The city is notable for architecture designed by the Glasgow School, the most notable exponent of that style being Charles Rennie Mackintosh. Mackintosh was an architect and designer in the Arts and Crafts Movement and the main exponent of Art Nouveau in the United Kingdom, designing numerous noted Glasgow buildings such as the Glasgow School of Art, Willow Tearooms and the Scotland Street School Museum. A hidden gem of Glasgow, also designed by Mackintosh, is the Queen's Cross Church, Glasgow|Queen's Cross Church, the only church by the renowned artist to be built.[35]

Sir Norman Foster's Clyde Auditorium, colloquially known as "the Armadillo".

Another architect who had an enduring impact on the city's appearance was Alexander Thomson with notable examples including the Holmwood House villa.

The buildings reflect the wealth and self-confidence of the residents of the "Second City of the Empire". Glasgow generated immense wealth from trade and the industries that developed from the Industrial Revolution. The shipyards, marine engineering, steel making, and heavy industry all contributed to the growth of the city.

Many of the city's most impressive buildings were built with red or blond sandstone, but during the industrial era those colours disappeared under a pervasive black layer of soot and pollutants from the furnaces, until the Clean Air Act was introduced in 1956. In recent years many of these buildings have been cleaned and restored to their original appearance.

Modern buildings in Glasgow include the Glasgow Royal Concert Hall, and along the banks of the Clyde are the Glasgow Science Centre and the Scottish Exhibition and Conference Centre, whose Clyde Auditorium was designed by Sir Norman Foster, and is affectionately known as the "Armadillo". Zaha Hadid won a competition to design the new Museum of Transport, which will move to the waterfront.[36]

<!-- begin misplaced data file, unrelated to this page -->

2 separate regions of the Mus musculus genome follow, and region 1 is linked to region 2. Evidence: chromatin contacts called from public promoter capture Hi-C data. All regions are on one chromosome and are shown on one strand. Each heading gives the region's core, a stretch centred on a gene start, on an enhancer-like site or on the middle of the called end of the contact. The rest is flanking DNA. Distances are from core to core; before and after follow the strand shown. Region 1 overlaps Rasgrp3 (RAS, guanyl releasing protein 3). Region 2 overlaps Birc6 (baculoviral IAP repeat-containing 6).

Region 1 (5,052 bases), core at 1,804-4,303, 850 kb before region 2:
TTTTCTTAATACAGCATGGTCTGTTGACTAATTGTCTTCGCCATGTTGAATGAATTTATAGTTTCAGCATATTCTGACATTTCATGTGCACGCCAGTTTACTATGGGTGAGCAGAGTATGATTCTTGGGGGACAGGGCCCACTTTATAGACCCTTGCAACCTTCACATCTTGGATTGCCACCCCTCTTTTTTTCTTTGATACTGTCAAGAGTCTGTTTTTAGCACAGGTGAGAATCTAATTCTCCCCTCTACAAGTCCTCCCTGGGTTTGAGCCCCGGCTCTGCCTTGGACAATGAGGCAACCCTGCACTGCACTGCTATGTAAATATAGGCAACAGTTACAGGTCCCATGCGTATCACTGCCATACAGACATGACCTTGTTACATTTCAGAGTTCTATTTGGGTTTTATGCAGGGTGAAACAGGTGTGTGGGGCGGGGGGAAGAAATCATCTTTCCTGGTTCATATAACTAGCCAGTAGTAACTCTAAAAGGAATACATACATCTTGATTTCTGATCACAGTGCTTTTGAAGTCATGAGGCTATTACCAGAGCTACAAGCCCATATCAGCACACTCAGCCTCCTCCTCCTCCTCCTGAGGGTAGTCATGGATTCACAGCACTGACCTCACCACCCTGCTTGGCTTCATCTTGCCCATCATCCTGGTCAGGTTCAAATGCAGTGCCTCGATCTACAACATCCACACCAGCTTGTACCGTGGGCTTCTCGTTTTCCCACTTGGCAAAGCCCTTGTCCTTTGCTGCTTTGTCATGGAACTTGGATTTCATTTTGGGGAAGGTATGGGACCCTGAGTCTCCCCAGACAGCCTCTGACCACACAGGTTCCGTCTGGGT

Glasgow's impressive historical and modern architectural traditions were celebrated in 1999 when the city was designated UK City of Architecture and Design,[37] winning the accolade over Liverpool and Edinburgh.[38]



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  2. "About Glasgow: The Second City of the Empire – the 19th century". Glasgow City Council. Retrieved 9 July 2007. 
  3. Fraser, W, H. "Second City of The Empire: 1830s to 1914". University of Glasgow. Retrieved 7 January 2008. 
  4. McIlvanney, W. "Glasgow – city of reality". Scotland – the official online gateway. Retrieved 7 January 2008. 
  5. "About Glasgow: Factsheets". Retrieved 9 July 2007. 
  7. "Factsheet 4: Population" (PDF). Glasgow City Council. Retrieved 9 July 2007. 
  8. "Visiting Glasgow: Clyde Bridges". Glasgow City Council. Retrieved 9 July 2007. 
  9. "2007 Population Estimates" (PDF). Retrieved 16 January 2008. 
  10. "Key Statistics for Settlements and Localities Scotland". General Register Office for Scotland. Retrieved 8 September 2008. 
  11. "Minister backs SPT on White Paper". Interchange Issue 7. Strathclyde Partnership for Transport. September 2004. Archived from the original on 13 June 2007. Retrieved 9 July 2007.